We hope you are enjoying the summer, especially with the province of Ontario having moved to Phase 3 of reopening in mid-July and some sense of normalcy returning to day-to-day life. As per COVID-19 Tracker data, ~70.4% of the population in the Ontario has received at least one dose and ~58.8% of the population is fully vaccinated. The number for Canada is equally as good at ~70.4% of the total population having received at least one dose and ~56.2% being fully vaccinated, as of this writing. Since our last update, the number for Canada’s fully vaccinated population has moved from ~27.71% to ~56.2%. By contrast, the number for the US’s fully vaccinated population has moved from ~46.3% to ~49.2% as per data from the Centre for Disease Control and Prevention (CDC).
Since the beginning of July, the 7-day moving average daily infection cases for Canada declined from ~620 per day to ~530 per day, and the 7-day moving average daily infection cases for the US increased from ~17k to ~57k as of this writing. The stock markets however fared better on the south of the border with the S&P 500 index continuing its advance while S&P TSX remained flat for the period. The spread of the highly contagious Delta variant and the news flow around high inflation has kept investors cautious, as evident from the choppy trading during the month.
Below we mention a few noteworthy developments over the last month.
Macroeconomic and market developments:
In July, the S&P 500 index traded higher, led largely by the defensive Utilities, Real Estate, Healthcare, and Communications sectors along with the growth-oriented Information Technology sector faring better. The cyclical energy and financials sectors were the laggards on both sides of the borders. S&P TSX treaded water underpinned by the cyclical energy and financial sectors.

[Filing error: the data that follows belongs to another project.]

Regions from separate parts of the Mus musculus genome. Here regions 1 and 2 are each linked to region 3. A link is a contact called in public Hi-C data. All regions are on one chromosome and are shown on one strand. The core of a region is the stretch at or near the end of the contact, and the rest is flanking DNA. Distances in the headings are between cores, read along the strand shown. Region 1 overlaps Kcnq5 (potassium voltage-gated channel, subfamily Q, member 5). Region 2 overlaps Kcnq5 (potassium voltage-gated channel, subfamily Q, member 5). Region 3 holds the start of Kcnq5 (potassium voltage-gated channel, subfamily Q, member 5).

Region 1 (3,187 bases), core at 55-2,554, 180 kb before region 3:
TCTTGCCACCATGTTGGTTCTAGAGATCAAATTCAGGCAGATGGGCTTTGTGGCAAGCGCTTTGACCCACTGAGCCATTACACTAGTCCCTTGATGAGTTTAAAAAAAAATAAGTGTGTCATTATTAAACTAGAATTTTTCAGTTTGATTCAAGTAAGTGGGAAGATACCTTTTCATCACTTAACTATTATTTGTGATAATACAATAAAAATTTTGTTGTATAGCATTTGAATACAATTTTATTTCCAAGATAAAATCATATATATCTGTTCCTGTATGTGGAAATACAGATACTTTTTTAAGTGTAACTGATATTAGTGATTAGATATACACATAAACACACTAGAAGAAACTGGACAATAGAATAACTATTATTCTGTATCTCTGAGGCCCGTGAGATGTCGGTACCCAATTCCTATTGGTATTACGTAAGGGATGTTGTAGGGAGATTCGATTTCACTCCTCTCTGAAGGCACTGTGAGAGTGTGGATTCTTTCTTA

The economic data released by the Bureau of Labor Statistics in the US indicated the inflation has increased from ~5% in May to 5.4% June while the unemployment rate inched back up to 5.9% from 5.8%. The corresponding figures for Canada were inflation declining from 3.6% in May to 3.1% in June and the unemployment rate declining from 8.2% in May to 7.8% in June as per Statistics Canada.
Despite the higher inflation print, the US and Canada 10-yr government bond yields have declined by ~20 basis points since the start of the month providing support to the fixed-income asset class.
The US Federal Reserve Chairman, Jerome Powell, maintained that most of the inflationary pressures are transitory and defended Fed’s loose monetary policy stance in front of the US Congress.
In a press conference after the Federal Open Market Committee (FOMC) meeting, Jerome Powell said the economy has made progress, but it is not substantial enough to warrant tapering of Fed’s bond buying program.
The crude oil prices witnessed a volatile month, as prices soared after talks among the OPEC+ (Organization of Petroleum Exporting Countries) on increasing the oil production broke down. However, the prices retreated later in the month after the OPEC and its allies resolved their differences and struck a deal to increase output.
How does this affect my investments?
The stock markets are inherently volatile and short-term market movements are impossible to predict. Historically, market declines have been followed by recoveries and new highs. By staying invested in a diversified portfolio, your portfolio will be well positioned to benefit from a recovery while mitigating the volatility experienced during the period.
If you have any questions about your investment portfolio, your advisor at O’Farrell Wealth and Estate Planning would be happy to discuss them with you.
O’Farrell Wealth and Estate Planning